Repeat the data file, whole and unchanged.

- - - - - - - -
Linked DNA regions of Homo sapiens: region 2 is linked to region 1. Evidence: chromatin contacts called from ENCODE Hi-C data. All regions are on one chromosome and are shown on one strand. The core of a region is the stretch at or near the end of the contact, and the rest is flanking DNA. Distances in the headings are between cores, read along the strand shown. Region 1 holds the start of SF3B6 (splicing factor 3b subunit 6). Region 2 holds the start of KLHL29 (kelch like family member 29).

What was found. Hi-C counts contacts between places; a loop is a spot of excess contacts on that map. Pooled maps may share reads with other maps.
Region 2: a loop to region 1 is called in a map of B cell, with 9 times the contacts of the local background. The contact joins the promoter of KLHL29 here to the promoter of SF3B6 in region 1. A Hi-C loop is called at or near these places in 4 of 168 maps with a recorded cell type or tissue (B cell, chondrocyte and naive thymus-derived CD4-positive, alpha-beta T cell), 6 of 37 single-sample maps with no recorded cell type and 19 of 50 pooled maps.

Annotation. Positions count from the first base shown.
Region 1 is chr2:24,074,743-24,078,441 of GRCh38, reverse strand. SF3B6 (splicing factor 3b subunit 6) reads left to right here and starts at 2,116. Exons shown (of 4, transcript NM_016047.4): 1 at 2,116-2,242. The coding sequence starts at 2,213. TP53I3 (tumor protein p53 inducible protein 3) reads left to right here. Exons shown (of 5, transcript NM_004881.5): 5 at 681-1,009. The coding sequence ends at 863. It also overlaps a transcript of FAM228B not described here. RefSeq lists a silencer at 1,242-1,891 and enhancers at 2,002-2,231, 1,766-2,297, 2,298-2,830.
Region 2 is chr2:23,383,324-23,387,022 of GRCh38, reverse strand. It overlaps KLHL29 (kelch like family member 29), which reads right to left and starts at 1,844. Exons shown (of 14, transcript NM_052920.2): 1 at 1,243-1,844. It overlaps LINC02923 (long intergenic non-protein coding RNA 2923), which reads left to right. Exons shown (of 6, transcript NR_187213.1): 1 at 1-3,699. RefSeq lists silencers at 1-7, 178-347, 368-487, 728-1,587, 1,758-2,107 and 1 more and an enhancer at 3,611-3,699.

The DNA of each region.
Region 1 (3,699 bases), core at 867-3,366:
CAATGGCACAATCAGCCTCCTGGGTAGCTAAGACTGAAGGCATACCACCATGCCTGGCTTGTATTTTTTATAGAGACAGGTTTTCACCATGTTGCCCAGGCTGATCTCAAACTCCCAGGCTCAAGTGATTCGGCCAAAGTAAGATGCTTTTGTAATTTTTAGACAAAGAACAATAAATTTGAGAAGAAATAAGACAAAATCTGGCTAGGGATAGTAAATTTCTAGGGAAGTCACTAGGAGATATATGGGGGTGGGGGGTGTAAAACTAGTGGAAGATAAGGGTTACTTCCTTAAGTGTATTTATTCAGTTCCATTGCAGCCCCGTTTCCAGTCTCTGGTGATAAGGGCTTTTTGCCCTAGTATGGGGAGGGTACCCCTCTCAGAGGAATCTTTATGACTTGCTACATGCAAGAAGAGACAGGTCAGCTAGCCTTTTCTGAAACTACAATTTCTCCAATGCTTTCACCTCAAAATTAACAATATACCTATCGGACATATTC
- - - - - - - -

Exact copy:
Linked DNA regions of Homo sapiens: region 2 is linked to region 1. Evidence: chromatin contacts called from ENCODE Hi-C data. All regions are on one chromosome and are shown on one strand. The core of a region is the stretch at or near the end of the contact, and the rest is flanking DNA. Distances in the headings are between cores, read along the strand shown. Region 1 holds the start of SF3B6 (splicing factor 3b subunit 6). Region 2 holds the start of KLHL29 (kelch like family member 29).

What was found. Hi-C counts contacts between places; a loop is a spot of excess contacts on that map. Pooled maps may share reads with other maps.
Region 2: a loop to region 1 is called in a map of B cell, with 9 times the contacts of the local background. The contact joins the promoter of KLHL29 here to the promoter of SF3B6 in region 1. A Hi-C loop is called at or near these places in 4 of 168 maps with a recorded cell type or tissue (B cell, chondrocyte and naive thymus-derived CD4-positive, alpha-beta T cell), 6 of 37 single-sample maps with no recorded cell type and 19 of 50 pooled maps.

Annotation. Positions count from the first base shown.
Region 1 is chr2:24,074,743-24,078,441 of GRCh38, reverse strand. SF3B6 (splicing factor 3b subunit 6) reads left to right here and starts at 2,116. Exons shown (of 4, transcript NM_016047.4): 1 at 2,116-2,242. The coding sequence starts at 2,213. TP53I3 (tumor protein p53 inducible protein 3) reads left to right here. Exons shown (of 5, transcript NM_004881.5): 5 at 681-1,009. The coding sequence ends at 863. It also overlaps a transcript of FAM228B not described here. RefSeq lists a silencer at 1,242-1,891 and enhancers at 2,002-2,231, 1,766-2,297, 2,298-2,830.
Region 2 is chr2:23,383,324-23,387,022 of GRCh38, reverse strand. It overlaps KLHL29 (kelch like family member 29), which reads right to left and starts at 1,844. Exons shown (of 14, transcript NM_052920.2): 1 at 1,243-1,844. It overlaps LINC02923 (long intergenic non-protein coding RNA 2923), which reads left to right. Exons shown (of 6, transcript NR_187213.1): 1 at 1-3,699. RefSeq lists silencers at 1-7, 178-347, 368-487, 728-1,587, 1,758-2,107 and 1 more and an enhancer at 3,611-3,699.

The DNA of each region.
Region 1 (3,699 bases), core at 867-3,366:
CAATGGCACAATCAGCCTCCTGGGTAGCTAAGACTGAAGGCATACCACCATGCCTGGCTTGTATTTTTTATAGAGACAGGTTTTCACCATGTTGCCCAGGCTGATCTCAAACTCCCAGGCTCAAGTGATTCGGCCAAAGTAAGATGCTTTTGTAATTTTTAGACAAAGAACAATAAATTTGAGAAGAAATAAGACAAAATCTGGCTAGGGATAGTAAATTTCTAGGGAAGTCACTAGGAGATATATGGGGGTGGGGGGTGTAAAACTAGTGGAAGATAAGGGTTACTTCCTTAAGTGTATTTATTCAGTTCCATTGCAGCCCCGTTTCCAGTCTCTGGTGATAAGGGCTTTTTGCCCTAGTATGGGGAGGGTACCCCTCTCAGAGGAATCTTTATGACTTGCTACATGCAAGAAGAGACAGGTCAGCTAGCCTTTTCTGAAACTACAATTTCTCCAATGCTTTCACCTCAAAATTAACAATATACCTATCGGACATATTC